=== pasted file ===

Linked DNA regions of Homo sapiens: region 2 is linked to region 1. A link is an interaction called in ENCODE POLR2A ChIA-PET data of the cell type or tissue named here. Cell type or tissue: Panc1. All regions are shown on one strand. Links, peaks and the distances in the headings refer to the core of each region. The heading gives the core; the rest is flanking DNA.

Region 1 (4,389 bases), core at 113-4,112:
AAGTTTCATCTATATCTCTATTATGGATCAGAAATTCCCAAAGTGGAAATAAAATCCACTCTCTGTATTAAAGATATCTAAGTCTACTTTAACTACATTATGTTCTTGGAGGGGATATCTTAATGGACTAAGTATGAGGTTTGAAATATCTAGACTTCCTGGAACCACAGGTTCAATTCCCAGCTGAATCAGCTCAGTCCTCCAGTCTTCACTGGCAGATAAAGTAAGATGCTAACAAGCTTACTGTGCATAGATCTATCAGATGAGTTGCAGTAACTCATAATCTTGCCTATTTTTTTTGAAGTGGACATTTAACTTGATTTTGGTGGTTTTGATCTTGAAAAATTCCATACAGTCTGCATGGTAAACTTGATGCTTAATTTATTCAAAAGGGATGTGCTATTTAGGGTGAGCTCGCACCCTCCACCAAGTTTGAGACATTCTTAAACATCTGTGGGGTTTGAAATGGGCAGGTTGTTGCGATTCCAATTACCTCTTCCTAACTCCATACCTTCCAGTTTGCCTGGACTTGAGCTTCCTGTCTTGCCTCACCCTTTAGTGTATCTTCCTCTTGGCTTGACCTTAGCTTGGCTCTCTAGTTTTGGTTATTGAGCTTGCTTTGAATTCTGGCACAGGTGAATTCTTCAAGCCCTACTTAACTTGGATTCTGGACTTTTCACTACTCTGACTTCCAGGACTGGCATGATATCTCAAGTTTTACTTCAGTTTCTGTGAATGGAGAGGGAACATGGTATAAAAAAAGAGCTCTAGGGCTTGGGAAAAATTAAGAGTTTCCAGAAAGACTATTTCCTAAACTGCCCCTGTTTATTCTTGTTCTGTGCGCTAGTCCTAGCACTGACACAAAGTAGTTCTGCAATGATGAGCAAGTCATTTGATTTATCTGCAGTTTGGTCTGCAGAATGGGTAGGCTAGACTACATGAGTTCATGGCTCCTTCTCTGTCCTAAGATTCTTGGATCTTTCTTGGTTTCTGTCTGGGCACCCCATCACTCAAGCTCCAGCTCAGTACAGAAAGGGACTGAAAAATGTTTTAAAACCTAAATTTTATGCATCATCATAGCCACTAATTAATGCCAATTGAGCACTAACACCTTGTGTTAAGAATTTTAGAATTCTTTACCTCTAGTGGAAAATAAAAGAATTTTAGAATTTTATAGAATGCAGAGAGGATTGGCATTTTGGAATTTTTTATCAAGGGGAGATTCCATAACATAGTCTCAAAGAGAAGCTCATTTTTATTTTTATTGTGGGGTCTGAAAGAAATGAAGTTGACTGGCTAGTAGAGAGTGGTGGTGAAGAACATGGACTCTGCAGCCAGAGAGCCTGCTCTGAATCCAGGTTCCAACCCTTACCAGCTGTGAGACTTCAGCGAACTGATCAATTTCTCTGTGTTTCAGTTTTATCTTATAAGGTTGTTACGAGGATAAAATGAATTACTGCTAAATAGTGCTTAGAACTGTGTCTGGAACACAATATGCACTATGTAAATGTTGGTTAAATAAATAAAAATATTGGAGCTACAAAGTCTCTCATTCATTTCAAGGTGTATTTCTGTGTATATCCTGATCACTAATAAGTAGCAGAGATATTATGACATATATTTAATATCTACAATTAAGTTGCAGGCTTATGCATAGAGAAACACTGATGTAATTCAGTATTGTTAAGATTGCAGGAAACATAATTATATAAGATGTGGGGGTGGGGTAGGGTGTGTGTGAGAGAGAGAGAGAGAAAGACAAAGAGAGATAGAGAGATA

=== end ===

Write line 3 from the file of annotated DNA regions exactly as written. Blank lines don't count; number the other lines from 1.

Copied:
AAGTTTCATCTATATCTCTATTATGGATCAGAAATTCCCAAAGTGGAAATAAAATCCACTCTCTGTATTAAAGATATCTAAGTCTACTTTAACTACATTATGTTCTTGGAGGGGATATCTTAATGGACTAAGTATGAGGTTTGAAATATCTAGACTTCCTGGAACCACAGGTTCAATTCCCAGCTGAATCAGCTCAGTCCTCCAGTCTTCACTGGCAGATAAAGTAAGATGCTAACAAGCTTACTGTGCATAGATCTATCAGATGAGTTGCAGTAACTCATAATCTTGCCTATTTTTTTTGAAGTGGACATTTAACTTGATTTTGGTGGTTTTGATCTTGAAAAATTCCATACAGTCTGCATGGTAAACTTGATGCTTAATTTATTCAAAAGGGATGTGCTATTTAGGGTGAGCTCGCACCCTCCACCAAGTTTGAGACATTCTTAAACATCTGTGGGGTTTGAAATGGGCAGGTTGTTGCGATTCCAATTACCTCTTCCTAACTCCATACCTTCCAGTTTGCCTGGACTTGAGCTTCCTGTCTTGCCTCACCCTTTAGTGTATCTTCCTCTTGGCTTGACCTTAGCTTGGCTCTCTAGTTTTGGTTATTGAGCTTGCTTTGAATTCTGGCACAGGTGAATTCTTCAAGCCCTACTTAACTTGGATTCTGGACTTTTCACTACTCTGACTTCCAGGACTGGCATGATATCTCAAGTTTTACTTCAGTTTCTGTGAATGGAGAGGGAACATGGTATAAAAAAAGAGCTCTAGGGCTTGGGAAAAATTAAGAGTTTCCAGAAAGACTATTTCCTAAACTGCCCCTGTTTATTCTTGTTCTGTGCGCTAGTCCTAGCACTGACACAAAGTAGTTCTGCAATGATGAGCAAGTCATTTGATTTATCTGCAGTTTGGTCTGCAGAATGGGTAGGCTAGACTACATGAGTTCATGGCTCCTTCTCTGTCCTAAGATTCTTGGATCTTTCTTGGTTTCTGTCTGGGCACCCCATCACTCAAGCTCCAGCTCAGTACAGAAAGGGACTGAAAAATGTTTTAAAACCTAAATTTTATGCATCATCATAGCCACTAATTAATGCCAATTGAGCACTAACACCTTGTGTTAAGAATTTTAGAATTCTTTACCTCTAGTGGAAAATAAAAGAATTTTAGAATTTTATAGAATGCAGAGAGGATTGGCATTTTGGAATTTTTTATCAAGGGGAGATTCCATAACATAGTCTCAAAGAGAAGCTCATTTTTATTTTTATTGTGGGGTCTGAAAGAAATGAAGTTGACTGGCTAGTAGAGAGTGGTGGTGAAGAACATGGACTCTGCAGCCAGAGAGCCTGCTCTGAATCCAGGTTCCAACCCTTACCAGCTGTGAGACTTCAGCGAACTGATCAATTTCTCTGTGTTTCAGTTTTATCTTATAAGGTTGTTACGAGGATAAAATGAATTACTGCTAAATAGTGCTTAGAACTGTGTCTGGAACACAATATGCACTATGTAAATGTTGGTTAAATAAATAAAAATATTGGAGCTACAAAGTCTCTCATTCATTTCAAGGTGTATTTCTGTGTATATCCTGATCACTAATAAGTAGCAGAGATATTATGACATATATTTAATATCTACAATTAAGTTGCAGGCTTATGCATAGAGAAACACTGATGTAATTCAGTATTGTTAAGATTGCAGGAAACATAATTATATAAGATGTGGGGGTGGGGTAGGGTGTGTGTGAGAGAGAGAGAGAGAAAGACAAAGAGAGATAGAGAGATA